Prof. Aeyal Gross in Knesset Constitution Committee: “The Idea of Limiting Government Power Is at the Foundation of Modern Democracies”

On 20 February 2023, Prof. Eyal Gross, a member of Zulat’s Steering Committee, attended a session of the Knesset Constitution Committee, which is drafting the regime revolution laws. He voiced his and Zulat’s opposition to the proposed changes:

“I hear here today that Canada and Finland also have an override clause. If that is the case, then I propose to adopt the entire Canadian Bill of Rights. It talks about equality as an explicit right, about Canada as a multicultural country, which means a country of all its citizens, about separation of church and state, civil marriage, and equality between French and English, whose equivalent here would be Arabic and Hebrew. Let’s embrace the entire Canadian Bill of Rights! There are only two countries in the world with an override clause, but they are very different from ours. Do you want Canada? Then let’s bring it all!

“What you bring is one component from each country, which is not the best that country has to offer and is criticized there, too. You single out a legal component from another country without the constitutional context and structure. Let’s legislate a full human rights law before we override human rights! In a letter published on their behalf, Canada’s Supreme Court judges stated that there is no comparison between what you are doing here and their own override clause. A former Canadian Justice Minister said the clause was only invoked by the provinces and the accepted agreement is that it will not be invoked by the federal goverment. What Committee Chairman Rotman is doing clearly is cherry-picking, choosing only the parts that suit him.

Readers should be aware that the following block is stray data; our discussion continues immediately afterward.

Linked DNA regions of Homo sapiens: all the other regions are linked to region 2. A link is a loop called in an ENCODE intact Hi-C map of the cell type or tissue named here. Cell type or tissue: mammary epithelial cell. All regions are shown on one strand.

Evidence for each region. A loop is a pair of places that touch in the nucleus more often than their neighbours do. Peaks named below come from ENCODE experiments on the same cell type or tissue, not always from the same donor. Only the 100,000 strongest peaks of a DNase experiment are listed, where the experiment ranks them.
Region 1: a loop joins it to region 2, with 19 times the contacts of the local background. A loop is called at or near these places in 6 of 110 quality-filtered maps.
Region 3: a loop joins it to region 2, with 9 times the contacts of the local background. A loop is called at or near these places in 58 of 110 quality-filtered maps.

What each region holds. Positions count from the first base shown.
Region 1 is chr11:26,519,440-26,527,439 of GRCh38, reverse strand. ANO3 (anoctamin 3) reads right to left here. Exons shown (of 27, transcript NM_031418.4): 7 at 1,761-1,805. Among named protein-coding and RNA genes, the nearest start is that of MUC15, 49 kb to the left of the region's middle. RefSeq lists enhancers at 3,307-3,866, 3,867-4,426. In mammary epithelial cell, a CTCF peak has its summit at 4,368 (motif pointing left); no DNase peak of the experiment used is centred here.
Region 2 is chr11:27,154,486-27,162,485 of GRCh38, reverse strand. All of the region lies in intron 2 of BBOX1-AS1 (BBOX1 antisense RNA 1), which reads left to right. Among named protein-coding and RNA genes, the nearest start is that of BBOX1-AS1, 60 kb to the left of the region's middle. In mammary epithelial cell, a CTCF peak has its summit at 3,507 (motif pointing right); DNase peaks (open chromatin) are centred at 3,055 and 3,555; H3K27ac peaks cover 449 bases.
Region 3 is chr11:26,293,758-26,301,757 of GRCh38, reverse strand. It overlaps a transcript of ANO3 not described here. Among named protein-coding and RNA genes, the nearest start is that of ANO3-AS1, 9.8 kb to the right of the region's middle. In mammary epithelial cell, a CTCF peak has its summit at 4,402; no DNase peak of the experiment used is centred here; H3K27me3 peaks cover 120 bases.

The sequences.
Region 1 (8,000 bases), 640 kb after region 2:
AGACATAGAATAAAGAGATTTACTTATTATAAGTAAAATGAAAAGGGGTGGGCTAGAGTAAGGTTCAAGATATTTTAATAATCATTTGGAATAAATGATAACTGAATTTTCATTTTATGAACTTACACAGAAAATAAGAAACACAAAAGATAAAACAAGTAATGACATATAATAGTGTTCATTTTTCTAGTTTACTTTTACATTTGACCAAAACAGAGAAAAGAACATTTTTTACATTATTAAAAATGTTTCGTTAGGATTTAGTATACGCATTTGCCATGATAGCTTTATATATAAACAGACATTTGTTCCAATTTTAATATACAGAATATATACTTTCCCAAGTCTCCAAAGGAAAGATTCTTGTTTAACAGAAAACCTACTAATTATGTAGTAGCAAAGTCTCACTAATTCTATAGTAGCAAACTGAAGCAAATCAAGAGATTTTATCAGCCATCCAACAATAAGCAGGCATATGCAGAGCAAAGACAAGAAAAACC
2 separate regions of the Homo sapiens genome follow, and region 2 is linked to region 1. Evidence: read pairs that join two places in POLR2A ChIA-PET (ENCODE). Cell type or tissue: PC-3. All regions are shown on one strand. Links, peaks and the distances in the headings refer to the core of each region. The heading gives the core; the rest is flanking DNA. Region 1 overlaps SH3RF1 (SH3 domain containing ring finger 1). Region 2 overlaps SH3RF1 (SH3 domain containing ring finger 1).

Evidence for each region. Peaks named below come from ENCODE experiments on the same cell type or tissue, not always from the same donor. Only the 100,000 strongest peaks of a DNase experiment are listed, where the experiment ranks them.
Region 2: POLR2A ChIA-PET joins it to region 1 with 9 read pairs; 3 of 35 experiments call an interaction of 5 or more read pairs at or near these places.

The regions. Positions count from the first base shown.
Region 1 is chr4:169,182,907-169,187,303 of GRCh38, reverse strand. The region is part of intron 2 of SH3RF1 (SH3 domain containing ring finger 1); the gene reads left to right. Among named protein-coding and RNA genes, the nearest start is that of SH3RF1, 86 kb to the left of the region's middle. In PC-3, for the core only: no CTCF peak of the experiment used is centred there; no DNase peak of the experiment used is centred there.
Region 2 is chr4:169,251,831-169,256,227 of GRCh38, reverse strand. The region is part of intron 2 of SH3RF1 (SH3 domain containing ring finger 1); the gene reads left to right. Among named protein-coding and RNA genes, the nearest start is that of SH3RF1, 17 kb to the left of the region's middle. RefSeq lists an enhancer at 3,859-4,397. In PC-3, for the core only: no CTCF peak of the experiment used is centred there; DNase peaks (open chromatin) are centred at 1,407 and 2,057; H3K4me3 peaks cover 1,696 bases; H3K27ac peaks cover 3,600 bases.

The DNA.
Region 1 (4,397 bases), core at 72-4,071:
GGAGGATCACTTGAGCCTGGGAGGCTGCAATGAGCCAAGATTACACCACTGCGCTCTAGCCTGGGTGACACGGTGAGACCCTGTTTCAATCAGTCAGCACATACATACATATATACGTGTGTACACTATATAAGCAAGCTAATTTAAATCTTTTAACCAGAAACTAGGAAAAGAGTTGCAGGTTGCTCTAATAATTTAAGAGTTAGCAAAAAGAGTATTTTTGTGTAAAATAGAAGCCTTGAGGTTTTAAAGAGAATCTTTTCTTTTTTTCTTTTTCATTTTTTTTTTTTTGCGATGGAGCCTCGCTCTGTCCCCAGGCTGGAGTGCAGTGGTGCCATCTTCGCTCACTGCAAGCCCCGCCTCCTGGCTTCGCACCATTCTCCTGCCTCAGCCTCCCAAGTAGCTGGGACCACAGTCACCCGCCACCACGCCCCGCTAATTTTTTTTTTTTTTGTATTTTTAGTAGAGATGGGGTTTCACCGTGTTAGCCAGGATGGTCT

“In addition to the fact that Israel, unlike Canada, does not have a written entrenched constitution, there is also the question of context. You want the Supreme Court to be appointed by the coalition; to be able to invalidate a law only unanimously, which is unparalleled anywhere in the world; even if it succeeds to invalidate a law, its ruling would come up against the override clause, which is also unparalleled anywhere in the world, except for two countries that are very different from ours. You also want to limit judicial review of the executive branch by abolishing the reasonableness standard and declare non-binding the opinion of the legal counsels of government ministries, who would be appointed on a political basis.

“The end result will be a government with unlimited power. The idea that a government’s power should be limited so as not to harm the citizens was not invented by Supreme Court justices Aharon Barak, Dorit Beinisch, or Esther Hayut, nor is it a matter of Right or Left. These principles were set more than 200 years ago as the foundation of modern democracies. What is happening now should bother every citizen in this country. Today they will violate one person’s rights and tomorrow it will be another person’s turn.”

Watch (Hebrew, no subtitles):



צילום מסך 2023-02-20 151427


Dr. Maha Sabbah Karkabi